Not only is it easy to forget that we're on a ladder and that the ladder needs to lead somewhere, the real problem is that tremendous numbers of people have never even been introduced, much less understand, what the true goal of life is, and that this life is our only chance to do whatever it is we want to do.

  • I was going to put this in a separate thread but I think I will put it here. Some of you have probably seen this exchange on facebook. I really like the guy asking the question so I will just put the exchange here without names because I don't want this to seem to be a hit on him personally. LOTS of people do this -- even people writing here on this forum with the best of intentions, because they just refuse or can't grasp the issue of how contextual Epicurean philosophy is. So we have a huge task of getting this issue front and center and dealing with it. Here's the exchange:


    Q. Epicurus argues that egoism will align with virtue, but isnt there possible scenarios where choosing pleasure will go against virtue?


    Cassius:

    Of course there will be conflict to anyone who holds that 'virtue' is objective or absolute, but to Epicurus, virtue has no meaning or use other than being productive of pleasure, so in Epicurean terms such a conflict will not occur. This is discussed at length in Cicero's On Ends by Torquatus. As to "egoism" that has no relation to Epicurean philosophy either because the goal is pleasure, not "egoism."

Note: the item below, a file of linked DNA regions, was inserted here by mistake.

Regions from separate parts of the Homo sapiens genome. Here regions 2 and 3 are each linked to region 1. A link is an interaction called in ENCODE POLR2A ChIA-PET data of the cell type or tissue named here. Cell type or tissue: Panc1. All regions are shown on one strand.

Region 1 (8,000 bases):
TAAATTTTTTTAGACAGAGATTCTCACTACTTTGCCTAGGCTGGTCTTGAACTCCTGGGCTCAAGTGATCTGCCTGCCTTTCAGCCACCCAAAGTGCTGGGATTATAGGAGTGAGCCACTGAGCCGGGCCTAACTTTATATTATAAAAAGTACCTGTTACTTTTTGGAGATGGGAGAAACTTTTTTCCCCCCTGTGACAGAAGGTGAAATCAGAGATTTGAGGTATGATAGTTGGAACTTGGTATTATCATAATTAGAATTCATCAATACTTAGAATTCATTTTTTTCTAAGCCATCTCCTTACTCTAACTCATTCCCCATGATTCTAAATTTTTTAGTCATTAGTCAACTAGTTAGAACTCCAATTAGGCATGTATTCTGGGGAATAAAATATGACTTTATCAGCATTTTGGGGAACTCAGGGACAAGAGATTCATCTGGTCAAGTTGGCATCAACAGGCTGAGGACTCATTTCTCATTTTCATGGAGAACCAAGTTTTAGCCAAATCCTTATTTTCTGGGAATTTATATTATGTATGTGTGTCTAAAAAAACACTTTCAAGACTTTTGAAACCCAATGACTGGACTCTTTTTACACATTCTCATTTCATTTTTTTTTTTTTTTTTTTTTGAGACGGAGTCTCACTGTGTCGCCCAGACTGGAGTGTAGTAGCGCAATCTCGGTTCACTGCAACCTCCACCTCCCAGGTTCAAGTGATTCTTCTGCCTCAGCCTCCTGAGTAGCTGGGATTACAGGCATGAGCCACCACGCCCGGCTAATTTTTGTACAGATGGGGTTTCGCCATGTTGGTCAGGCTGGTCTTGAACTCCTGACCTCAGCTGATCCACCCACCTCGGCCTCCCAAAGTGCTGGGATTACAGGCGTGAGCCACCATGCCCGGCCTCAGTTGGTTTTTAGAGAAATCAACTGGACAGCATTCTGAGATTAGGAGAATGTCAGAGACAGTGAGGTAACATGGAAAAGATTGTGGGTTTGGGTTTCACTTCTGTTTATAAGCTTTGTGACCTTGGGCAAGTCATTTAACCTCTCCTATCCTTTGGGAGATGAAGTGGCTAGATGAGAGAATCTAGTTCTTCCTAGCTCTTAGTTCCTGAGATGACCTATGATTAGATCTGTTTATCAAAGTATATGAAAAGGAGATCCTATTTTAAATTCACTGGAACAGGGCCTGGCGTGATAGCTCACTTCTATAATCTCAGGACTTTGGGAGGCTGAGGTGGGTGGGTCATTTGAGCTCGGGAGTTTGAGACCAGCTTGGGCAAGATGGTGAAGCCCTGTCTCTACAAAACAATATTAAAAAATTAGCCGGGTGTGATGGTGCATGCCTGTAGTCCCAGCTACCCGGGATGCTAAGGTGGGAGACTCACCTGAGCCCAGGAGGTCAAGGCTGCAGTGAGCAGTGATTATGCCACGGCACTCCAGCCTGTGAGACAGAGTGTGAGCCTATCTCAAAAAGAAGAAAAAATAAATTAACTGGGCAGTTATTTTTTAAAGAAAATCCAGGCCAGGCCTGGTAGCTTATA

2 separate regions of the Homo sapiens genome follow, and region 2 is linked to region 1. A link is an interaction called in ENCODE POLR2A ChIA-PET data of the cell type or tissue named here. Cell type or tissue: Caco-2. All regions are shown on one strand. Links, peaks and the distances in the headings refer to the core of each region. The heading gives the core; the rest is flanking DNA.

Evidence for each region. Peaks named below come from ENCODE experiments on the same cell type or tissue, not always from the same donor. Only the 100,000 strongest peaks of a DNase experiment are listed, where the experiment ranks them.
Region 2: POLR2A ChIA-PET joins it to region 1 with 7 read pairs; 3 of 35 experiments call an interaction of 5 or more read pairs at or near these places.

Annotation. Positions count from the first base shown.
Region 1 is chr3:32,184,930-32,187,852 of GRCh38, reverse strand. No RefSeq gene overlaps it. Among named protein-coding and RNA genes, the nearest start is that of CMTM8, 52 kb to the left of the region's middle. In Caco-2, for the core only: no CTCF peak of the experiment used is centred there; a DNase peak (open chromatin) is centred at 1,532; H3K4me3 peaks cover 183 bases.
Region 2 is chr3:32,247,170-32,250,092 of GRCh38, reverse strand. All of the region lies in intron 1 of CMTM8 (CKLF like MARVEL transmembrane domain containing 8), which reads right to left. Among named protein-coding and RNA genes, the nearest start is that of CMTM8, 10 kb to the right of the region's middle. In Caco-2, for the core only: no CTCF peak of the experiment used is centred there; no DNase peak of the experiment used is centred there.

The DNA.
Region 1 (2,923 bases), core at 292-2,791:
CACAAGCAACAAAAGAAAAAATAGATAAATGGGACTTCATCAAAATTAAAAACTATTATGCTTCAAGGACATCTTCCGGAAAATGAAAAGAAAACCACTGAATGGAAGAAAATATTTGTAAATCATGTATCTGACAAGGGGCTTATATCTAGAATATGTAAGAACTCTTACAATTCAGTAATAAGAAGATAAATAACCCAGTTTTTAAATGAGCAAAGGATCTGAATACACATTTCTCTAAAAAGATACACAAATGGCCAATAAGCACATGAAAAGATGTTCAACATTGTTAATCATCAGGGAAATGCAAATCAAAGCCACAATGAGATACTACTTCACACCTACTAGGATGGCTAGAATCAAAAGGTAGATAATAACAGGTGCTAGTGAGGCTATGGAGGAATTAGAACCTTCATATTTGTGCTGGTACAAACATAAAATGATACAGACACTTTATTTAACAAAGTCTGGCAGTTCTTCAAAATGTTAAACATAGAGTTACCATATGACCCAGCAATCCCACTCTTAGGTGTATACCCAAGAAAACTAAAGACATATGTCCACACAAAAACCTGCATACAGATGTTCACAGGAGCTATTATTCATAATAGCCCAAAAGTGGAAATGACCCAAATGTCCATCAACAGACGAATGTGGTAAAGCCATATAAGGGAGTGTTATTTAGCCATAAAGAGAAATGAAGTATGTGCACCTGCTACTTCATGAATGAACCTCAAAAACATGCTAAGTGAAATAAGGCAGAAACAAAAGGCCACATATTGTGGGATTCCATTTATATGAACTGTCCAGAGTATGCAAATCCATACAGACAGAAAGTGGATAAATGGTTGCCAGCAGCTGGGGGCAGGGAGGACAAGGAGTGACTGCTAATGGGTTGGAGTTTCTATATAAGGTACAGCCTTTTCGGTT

Q. what if my pleasure goes against doing the right thing?


    Cassius: What is "the right thing"? There IS no "right thing"! You'll conclude that Epicurus is wrong in the end because you're accepting the premises of those who are against him and suggest that god or Plato can tell you "the right thing." Which is fine - everyone can accept or reject what they like, but at least be sure you understand the issue, and the questions you are asking indicate that you do not understand Epicurus on a very basic level -- which is true of a *lot* of people - because they refuse to give up the idea that their own perception of "virtue" is "the correct one."


    -----


    The reason I post this is that - among the people likely to read our Epicurean posts on the internet - we can probably count the number of people for whom this lesson has sunk in on the thumbs of one foot. This is a VERY difficult point for people to understand - they have been indoctrinated all their lives to believe that there is a "right" and a "wrong" and that their own views of "virtue" align with those abstractions.